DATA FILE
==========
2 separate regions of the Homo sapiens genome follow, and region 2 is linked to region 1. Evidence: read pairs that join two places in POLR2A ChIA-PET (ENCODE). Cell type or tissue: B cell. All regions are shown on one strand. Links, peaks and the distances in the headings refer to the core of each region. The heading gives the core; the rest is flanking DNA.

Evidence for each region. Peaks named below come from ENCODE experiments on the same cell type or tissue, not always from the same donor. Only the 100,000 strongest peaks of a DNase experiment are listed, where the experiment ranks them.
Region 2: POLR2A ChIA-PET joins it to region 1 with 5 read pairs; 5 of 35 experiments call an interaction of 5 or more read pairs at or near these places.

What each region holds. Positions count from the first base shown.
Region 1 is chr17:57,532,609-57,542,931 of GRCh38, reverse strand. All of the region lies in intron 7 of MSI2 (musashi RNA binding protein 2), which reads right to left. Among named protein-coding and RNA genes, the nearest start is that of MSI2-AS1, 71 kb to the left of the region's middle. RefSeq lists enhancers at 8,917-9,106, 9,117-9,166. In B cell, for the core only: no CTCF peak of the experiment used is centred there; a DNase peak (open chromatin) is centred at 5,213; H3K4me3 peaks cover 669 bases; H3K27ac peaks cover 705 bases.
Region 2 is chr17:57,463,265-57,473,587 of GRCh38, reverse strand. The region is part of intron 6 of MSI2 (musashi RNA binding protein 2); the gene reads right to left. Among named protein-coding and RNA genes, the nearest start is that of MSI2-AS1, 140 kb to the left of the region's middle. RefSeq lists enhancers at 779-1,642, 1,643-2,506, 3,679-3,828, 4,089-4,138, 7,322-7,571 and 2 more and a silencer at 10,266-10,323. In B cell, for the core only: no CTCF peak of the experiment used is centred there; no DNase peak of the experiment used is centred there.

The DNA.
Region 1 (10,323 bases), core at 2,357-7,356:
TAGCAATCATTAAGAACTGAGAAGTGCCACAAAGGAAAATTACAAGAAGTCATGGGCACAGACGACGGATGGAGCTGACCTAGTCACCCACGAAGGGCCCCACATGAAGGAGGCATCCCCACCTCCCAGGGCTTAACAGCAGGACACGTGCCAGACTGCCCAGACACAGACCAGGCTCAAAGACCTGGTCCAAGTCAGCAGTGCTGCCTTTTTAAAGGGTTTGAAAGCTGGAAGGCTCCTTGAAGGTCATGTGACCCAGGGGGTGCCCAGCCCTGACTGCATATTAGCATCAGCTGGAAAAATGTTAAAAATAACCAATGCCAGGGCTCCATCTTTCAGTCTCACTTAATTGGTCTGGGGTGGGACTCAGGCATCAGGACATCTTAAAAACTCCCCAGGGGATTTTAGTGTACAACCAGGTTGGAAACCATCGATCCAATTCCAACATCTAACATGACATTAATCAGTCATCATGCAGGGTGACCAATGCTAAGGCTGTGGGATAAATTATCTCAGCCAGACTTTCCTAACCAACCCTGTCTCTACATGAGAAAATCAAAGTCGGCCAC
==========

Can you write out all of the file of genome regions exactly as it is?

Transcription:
2 separate regions of the Homo sapiens genome follow, and region 2 is linked to region 1. Evidence: read pairs that join two places in POLR2A ChIA-PET (ENCODE). Cell type or tissue: B cell. All regions are shown on one strand. Links, peaks and the distances in the headings refer to the core of each region. The heading gives the core; the rest is flanking DNA.

Evidence for each region. Peaks named below come from ENCODE experiments on the same cell type or tissue, not always from the same donor. Only the 100,000 strongest peaks of a DNase experiment are listed, where the experiment ranks them.
Region 2: POLR2A ChIA-PET joins it to region 1 with 5 read pairs; 5 of 35 experiments call an interaction of 5 or more read pairs at or near these places.

What each region holds. Positions count from the first base shown.
Region 1 is chr17:57,532,609-57,542,931 of GRCh38, reverse strand. All of the region lies in intron 7 of MSI2 (musashi RNA binding protein 2), which reads right to left. Among named protein-coding and RNA genes, the nearest start is that of MSI2-AS1, 71 kb to the left of the region's middle. RefSeq lists enhancers at 8,917-9,106, 9,117-9,166. In B cell, for the core only: no CTCF peak of the experiment used is centred there; a DNase peak (open chromatin) is centred at 5,213; H3K4me3 peaks cover 669 bases; H3K27ac peaks cover 705 bases.
Region 2 is chr17:57,463,265-57,473,587 of GRCh38, reverse strand. The region is part of intron 6 of MSI2 (musashi RNA binding protein 2); the gene reads right to left. Among named protein-coding and RNA genes, the nearest start is that of MSI2-AS1, 140 kb to the left of the region's middle. RefSeq lists enhancers at 779-1,642, 1,643-2,506, 3,679-3,828, 4,089-4,138, 7,322-7,571 and 2 more and a silencer at 10,266-10,323. In B cell, for the core only: no CTCF peak of the experiment used is centred there; no DNase peak of the experiment used is centred there.

The DNA.
Region 1 (10,323 bases), core at 2,357-7,356:
TAGCAATCATTAAGAACTGAGAAGTGCCACAAAGGAAAATTACAAGAAGTCATGGGCACAGACGACGGATGGAGCTGACCTAGTCACCCACGAAGGGCCCCACATGAAGGAGGCATCCCCACCTCCCAGGGCTTAACAGCAGGACACGTGCCAGACTGCCCAGACACAGACCAGGCTCAAAGACCTGGTCCAAGTCAGCAGTGCTGCCTTTTTAAAGGGTTTGAAAGCTGGAAGGCTCCTTGAAGGTCATGTGACCCAGGGGGTGCCCAGCCCTGACTGCATATTAGCATCAGCTGGAAAAATGTTAAAAATAACCAATGCCAGGGCTCCATCTTTCAGTCTCACTTAATTGGTCTGGGGTGGGACTCAGGCATCAGGACATCTTAAAAACTCCCCAGGGGATTTTAGTGTACAACCAGGTTGGAAACCATCGATCCAATTCCAACATCTAACATGACATTAATCAGTCATCATGCAGGGTGACCAATGCTAAGGCTGTGGGATAAATTATCTCAGCCAGACTTTCCTAACCAACCCTGTCTCTACATGAGAAAATCAAAGTCGGCCAC